ABSTRACT: Calcitonin gene-related peptide (CGRP) is regarded as a key mediator in the generation of primary headaches. CGRP receptor antagonists reduce migraine pain in clinical trials and spinal trigeminal activity in animal experiments. The site of CGRP receptor inhibition causing these effects is debated. Activation and inhibition of CGRP receptors in the trigeminal ganglion may influence the activity of trigeminal afferents and hence of spinal trigeminal neurons. In anesthetized rats extracellular activity was recorded from neurons with meningeal afferent input in the spinal trigeminal nucleus caudalis. Mechanical stimuli were applied at regular intervals to receptive fields located in the exposed cranial dura mater. α-CGRP (10(-5) M), the CGRP receptor antagonist olcegepant (10(-3) M), or vehicle was injected through the infraorbital canal into the trigeminal ganglion. The injection of volumes caused transient discharges, but vehicle, CGRP, or olcegepant injection was not followed by significant changes in ongoing or mechanically evoked activity. In animals pretreated intravenously with the nitric oxide donor glyceryl trinitrate (GTN, 250 μg/kg) the mechanically evoked activity decreased after injection of CGRP and increased after injection of olcegepant. In conclusion, the activity of spinal trigeminal neurons with meningeal afferent input is normally not controlled by CGRP receptor activation or inhibition in the trigeminal ganglion. CGRP receptors in the trigeminal ganglion may influence neuronal activity evoked by mechanical stimulation of meningeal afferents only after pretreatment with GTN. Since it has previously been shown that olcegepant applied to the cranial dura mater is ineffective, trigeminal activity driven by meningeal afferent input is more likely to be controlled by CGRP receptors located centrally to the trigeminal ganglion.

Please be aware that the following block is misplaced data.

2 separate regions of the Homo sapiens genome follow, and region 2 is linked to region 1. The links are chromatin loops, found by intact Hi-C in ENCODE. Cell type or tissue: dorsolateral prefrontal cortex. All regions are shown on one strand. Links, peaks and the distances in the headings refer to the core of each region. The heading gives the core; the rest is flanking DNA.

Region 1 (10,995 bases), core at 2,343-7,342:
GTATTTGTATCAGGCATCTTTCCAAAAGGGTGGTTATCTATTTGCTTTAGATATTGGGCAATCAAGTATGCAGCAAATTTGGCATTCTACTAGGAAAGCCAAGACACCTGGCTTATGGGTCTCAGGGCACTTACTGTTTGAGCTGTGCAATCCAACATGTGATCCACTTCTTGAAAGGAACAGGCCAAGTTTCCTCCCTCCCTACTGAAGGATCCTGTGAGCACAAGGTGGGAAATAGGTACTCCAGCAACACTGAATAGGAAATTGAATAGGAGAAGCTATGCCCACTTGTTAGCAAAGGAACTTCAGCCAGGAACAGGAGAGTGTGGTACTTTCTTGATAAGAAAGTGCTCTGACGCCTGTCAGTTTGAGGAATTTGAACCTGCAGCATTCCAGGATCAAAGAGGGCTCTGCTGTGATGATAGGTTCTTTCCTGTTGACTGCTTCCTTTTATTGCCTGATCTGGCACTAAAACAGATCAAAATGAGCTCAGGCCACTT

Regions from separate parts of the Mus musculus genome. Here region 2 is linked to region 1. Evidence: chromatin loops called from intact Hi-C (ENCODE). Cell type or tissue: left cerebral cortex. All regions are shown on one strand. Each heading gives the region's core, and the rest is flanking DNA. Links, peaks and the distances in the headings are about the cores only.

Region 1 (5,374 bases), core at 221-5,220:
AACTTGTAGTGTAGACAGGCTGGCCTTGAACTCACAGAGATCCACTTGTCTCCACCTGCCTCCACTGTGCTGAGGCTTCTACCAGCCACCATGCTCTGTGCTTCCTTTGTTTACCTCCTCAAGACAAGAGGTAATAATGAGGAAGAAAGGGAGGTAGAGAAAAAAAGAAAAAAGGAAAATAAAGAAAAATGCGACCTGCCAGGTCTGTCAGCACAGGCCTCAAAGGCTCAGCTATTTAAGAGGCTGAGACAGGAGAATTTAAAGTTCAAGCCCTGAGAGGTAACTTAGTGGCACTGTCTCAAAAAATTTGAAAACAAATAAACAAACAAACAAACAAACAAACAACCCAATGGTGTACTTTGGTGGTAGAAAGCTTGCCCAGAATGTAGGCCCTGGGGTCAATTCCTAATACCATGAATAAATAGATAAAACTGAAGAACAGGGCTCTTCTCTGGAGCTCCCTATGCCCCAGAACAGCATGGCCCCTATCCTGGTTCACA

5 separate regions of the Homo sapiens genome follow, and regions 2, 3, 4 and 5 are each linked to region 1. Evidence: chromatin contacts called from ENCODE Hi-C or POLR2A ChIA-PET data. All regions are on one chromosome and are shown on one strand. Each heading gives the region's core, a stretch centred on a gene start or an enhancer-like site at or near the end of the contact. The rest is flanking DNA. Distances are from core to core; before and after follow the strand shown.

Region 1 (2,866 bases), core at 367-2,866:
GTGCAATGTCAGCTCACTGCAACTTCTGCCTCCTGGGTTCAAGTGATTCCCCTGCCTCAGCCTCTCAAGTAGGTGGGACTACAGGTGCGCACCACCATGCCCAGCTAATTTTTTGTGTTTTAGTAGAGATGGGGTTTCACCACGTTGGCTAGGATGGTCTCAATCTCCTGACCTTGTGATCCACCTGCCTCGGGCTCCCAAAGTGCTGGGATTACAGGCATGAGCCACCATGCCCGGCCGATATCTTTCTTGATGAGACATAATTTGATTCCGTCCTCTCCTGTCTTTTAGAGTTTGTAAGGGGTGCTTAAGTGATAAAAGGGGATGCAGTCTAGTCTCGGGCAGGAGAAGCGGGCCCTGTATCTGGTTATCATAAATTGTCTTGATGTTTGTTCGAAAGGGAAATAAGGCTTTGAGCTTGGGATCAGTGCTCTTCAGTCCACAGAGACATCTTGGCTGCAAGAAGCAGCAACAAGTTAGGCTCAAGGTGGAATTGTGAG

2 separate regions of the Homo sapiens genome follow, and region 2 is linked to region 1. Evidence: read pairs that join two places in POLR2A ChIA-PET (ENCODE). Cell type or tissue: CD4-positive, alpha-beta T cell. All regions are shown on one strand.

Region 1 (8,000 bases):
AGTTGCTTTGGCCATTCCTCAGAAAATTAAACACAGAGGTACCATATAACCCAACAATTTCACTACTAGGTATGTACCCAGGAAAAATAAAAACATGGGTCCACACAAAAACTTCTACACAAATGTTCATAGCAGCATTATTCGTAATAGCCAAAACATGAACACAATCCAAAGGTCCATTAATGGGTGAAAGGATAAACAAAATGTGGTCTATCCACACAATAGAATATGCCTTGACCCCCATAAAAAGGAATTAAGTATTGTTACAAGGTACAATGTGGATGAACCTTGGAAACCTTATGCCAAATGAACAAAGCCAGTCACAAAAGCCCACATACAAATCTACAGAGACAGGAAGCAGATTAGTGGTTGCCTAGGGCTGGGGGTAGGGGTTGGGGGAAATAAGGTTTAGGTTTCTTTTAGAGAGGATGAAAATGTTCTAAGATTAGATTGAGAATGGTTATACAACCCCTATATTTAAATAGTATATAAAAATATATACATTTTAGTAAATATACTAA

Journal of Neurophysiology 04/2012; 108(2):431-40. · 3.32 Impact Factor